Lehigh Valley became caught in the middle of the American Revolution, as Tories and Patriots marshaled against one another. Northampton Towne became a hotbed of patriotic sentiment, as a Committee of Observation roamed the streets and pressured neighbors loyal to the British Crown out of the community. Several armed militias soon formed, which started drilling in the hills just outside of town. Northampton Towne also featured a hospital at the corner of James and Hamilton Streets for wounded and sick soldiers from the Continental Army. Hessian prisoners also called the area home for a while following the Battle of Trenton in 1777, housed within a small house in the vicinity of Gordon Street. Northampton Towne even hosted a paper cartridge factory that manufactured munitions for muskets used by American forces. It had relocated to Northampton Town following the rise of Toryism in neighboring Bethlehem. The factory was later joined by a group of 16 armorers, who opened a shop along Little Lehigh Creek for the repair of weapons and materials. But perhaps the town’s greatest contribution to the patriot cause was its involvement in concealing the famous Liberty Bell from British troops during the conflict. Following the defeat of Washington’s army at the Battle of Brandywine, state official of the new Commonwealth of Pennsylvania sought to remove the Liberty Bell—as well as 10 other similar objects—from Philadelphia. They feared that the British would arrive and melt down each bell into musket balls. As such, two teamsters, John Snyder and Heinrich Bartholomew, hurriedly transported the Liberty Bell to Northampton Towne, where they hid it in the basement of the Old Zion Reformed Church. Today, a local shrine commemorating the event is located in the basement of the structure.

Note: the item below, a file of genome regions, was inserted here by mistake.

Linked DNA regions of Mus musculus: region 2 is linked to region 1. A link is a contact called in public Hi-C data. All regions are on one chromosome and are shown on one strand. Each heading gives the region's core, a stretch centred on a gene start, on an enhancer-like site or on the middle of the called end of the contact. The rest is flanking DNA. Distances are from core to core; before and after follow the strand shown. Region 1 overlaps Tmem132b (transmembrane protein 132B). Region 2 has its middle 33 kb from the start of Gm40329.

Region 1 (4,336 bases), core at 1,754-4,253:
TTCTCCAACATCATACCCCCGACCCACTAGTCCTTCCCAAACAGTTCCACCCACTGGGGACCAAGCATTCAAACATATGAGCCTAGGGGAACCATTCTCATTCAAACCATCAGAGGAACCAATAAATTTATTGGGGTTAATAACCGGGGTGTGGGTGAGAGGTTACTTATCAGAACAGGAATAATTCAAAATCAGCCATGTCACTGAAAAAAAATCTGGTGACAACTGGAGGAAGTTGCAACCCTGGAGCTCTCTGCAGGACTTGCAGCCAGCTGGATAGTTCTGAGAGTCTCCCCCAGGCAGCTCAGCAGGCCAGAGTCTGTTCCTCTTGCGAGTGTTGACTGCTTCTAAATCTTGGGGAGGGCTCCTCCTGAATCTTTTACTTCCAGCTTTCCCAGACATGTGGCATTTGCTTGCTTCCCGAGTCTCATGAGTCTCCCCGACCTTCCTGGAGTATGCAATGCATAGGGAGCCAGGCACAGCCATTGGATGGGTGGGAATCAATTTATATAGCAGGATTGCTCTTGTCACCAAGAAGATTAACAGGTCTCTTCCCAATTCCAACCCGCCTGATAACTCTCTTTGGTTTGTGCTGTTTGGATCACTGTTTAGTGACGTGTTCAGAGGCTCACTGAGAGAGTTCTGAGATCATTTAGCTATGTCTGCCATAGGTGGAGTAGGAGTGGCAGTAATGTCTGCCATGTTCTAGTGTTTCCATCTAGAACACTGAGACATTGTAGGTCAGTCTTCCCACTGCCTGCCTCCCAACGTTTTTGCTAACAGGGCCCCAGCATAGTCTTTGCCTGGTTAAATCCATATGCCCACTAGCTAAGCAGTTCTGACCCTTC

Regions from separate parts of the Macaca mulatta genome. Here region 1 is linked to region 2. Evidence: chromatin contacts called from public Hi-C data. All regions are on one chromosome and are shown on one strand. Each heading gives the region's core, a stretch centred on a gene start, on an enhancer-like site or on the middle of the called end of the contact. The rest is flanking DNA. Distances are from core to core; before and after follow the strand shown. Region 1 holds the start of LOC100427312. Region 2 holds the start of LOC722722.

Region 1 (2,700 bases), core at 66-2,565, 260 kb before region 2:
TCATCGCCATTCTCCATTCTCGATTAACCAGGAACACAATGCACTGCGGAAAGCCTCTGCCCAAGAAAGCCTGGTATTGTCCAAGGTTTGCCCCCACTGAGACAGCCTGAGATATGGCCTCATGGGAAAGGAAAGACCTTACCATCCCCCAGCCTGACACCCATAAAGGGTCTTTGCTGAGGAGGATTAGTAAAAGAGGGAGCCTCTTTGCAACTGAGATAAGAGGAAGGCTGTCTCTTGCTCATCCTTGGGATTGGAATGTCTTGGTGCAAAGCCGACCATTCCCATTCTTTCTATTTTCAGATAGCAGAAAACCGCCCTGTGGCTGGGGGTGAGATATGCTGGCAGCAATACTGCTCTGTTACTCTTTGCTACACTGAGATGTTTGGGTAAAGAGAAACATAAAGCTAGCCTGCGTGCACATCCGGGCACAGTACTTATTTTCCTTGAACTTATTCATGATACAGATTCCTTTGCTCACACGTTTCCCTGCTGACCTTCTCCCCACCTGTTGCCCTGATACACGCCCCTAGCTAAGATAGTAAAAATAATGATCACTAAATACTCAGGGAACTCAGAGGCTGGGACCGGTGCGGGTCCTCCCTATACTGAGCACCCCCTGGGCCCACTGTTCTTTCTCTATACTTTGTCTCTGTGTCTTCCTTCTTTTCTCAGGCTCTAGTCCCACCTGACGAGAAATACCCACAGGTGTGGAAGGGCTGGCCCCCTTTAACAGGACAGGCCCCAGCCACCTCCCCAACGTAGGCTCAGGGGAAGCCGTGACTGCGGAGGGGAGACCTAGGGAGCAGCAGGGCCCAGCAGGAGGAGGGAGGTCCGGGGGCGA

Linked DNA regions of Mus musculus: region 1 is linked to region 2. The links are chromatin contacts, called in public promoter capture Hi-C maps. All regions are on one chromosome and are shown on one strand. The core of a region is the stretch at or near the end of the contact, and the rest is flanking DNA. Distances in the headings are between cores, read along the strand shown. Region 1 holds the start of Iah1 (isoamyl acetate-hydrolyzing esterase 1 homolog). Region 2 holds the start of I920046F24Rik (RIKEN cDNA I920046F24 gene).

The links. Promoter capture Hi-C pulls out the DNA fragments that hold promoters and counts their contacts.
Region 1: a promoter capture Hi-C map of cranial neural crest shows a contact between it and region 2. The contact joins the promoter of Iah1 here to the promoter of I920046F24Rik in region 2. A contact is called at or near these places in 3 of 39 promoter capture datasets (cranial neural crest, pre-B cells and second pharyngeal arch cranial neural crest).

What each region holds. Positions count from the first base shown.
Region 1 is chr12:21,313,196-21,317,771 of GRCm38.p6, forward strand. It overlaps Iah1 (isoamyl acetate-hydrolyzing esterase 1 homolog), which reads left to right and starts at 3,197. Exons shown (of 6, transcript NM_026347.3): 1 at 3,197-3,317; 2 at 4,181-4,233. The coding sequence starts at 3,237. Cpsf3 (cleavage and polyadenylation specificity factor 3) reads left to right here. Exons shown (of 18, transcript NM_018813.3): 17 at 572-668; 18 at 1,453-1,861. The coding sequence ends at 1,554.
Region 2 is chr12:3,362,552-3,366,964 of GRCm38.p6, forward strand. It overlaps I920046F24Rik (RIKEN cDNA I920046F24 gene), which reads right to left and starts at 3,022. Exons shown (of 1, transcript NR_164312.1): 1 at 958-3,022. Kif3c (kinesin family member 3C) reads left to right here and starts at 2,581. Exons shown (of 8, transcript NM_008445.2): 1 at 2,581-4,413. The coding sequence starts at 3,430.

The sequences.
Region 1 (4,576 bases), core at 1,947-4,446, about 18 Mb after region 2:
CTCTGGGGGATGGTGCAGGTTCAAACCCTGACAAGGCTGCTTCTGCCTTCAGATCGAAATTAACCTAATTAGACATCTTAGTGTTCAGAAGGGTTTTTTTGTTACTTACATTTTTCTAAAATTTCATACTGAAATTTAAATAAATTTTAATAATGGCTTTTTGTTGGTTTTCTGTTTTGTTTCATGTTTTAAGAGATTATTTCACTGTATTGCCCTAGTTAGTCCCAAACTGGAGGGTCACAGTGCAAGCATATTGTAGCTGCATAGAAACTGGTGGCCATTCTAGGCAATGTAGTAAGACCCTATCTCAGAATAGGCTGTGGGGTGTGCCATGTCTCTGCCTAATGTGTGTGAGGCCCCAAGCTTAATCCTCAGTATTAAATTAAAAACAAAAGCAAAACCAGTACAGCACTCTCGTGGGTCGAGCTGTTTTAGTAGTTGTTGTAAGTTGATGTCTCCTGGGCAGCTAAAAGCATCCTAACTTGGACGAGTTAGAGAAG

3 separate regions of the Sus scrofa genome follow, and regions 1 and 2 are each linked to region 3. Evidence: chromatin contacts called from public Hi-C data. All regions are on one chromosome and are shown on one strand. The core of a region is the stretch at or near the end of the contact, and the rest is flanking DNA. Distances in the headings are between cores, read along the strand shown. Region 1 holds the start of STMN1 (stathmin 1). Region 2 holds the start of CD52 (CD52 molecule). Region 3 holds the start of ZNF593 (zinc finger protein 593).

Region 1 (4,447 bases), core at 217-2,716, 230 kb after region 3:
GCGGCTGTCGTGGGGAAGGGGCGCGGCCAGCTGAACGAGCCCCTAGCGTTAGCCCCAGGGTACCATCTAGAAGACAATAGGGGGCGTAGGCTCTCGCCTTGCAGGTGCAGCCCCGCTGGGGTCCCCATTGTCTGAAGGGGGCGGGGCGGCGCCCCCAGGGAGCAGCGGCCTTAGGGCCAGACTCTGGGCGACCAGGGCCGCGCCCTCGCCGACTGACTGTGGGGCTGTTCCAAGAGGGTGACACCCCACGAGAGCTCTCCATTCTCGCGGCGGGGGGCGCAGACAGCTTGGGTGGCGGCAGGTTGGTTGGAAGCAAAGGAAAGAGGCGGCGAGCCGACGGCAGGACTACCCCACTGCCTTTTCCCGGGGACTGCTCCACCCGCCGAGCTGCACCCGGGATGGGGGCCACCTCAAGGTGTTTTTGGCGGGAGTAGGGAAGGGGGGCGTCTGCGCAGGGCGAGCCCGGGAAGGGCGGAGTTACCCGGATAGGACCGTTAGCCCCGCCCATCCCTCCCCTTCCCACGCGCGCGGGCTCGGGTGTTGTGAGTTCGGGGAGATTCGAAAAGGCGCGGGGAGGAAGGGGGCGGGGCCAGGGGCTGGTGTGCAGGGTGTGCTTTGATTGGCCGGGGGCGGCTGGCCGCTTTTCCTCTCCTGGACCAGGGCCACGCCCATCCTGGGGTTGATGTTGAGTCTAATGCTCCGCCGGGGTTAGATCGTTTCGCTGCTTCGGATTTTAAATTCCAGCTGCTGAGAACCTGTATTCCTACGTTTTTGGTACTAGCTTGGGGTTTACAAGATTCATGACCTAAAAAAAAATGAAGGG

Following the American Revolution, Northampton Towne grew slowly and remained a largely pastoral settlement. Many people in the region still spoke some dialect of German as their primary language. It was around this time, though, that the village of Fogelsville came into existence, when Judge John Fogel opened a hotel in the area in 1798. Enough people had moved into Northampton Towne that by the early 1800s, it was able to host its own post office. The Commonwealth of Pennsylvania then formally incorporated it in 1811, before making it the seat for the new Lehigh County a year later. But the area’s remote character changed forever, after the Lehigh Navigation Company constructed a navigable for the transportation of coal in 1829. Known as the Lehigh Canal, it played a significant role in transforming the entire Lehigh Valley into a center for regional commerce. The canal was eventually replaced as the preferred method of transporting goods through the area in 1855, when the Lehigh & Susquehanna Railroad arrived. All the while, Northampton Towne evolved into a vibrant market community. All sorts of storefronts and banks began appearing within its downtown district, forming a unique commercial identity that it had not experienced before. The residents had even begun calling it “Allen’s Town” or “Allentown,” too. Use of the name had become so common that the town’s name was officially changed to “Allentown” in 1838.